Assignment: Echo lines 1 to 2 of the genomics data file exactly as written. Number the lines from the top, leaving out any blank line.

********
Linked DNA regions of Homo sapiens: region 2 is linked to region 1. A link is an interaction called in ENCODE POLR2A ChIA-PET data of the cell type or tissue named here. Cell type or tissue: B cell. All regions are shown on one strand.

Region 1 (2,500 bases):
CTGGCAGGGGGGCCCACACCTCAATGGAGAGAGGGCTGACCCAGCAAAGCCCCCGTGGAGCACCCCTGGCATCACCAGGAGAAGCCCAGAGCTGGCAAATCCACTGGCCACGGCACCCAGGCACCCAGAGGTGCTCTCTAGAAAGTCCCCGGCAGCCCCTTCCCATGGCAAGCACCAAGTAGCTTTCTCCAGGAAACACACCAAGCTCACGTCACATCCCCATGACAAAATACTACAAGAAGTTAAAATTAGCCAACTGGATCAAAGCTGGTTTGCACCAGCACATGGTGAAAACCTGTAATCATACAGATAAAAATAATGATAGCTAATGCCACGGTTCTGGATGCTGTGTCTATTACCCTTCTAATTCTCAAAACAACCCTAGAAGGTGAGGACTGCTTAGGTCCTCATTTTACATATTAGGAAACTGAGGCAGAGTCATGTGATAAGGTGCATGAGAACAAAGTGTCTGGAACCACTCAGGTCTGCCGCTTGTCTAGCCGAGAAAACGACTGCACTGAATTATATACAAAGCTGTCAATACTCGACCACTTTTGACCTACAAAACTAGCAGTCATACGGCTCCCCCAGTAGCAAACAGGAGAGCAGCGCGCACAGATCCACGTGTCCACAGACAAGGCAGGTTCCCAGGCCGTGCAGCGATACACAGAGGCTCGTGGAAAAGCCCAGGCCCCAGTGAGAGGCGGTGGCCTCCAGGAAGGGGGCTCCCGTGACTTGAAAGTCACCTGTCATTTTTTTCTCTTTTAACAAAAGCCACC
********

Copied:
Linked DNA regions of Homo sapiens: region 2 is linked to region 1. A link is an interaction called in ENCODE POLR2A ChIA-PET data of the cell type or tissue named here. Cell type or tissue: B cell. All regions are shown on one strand.

Region 1 (2,500 bases):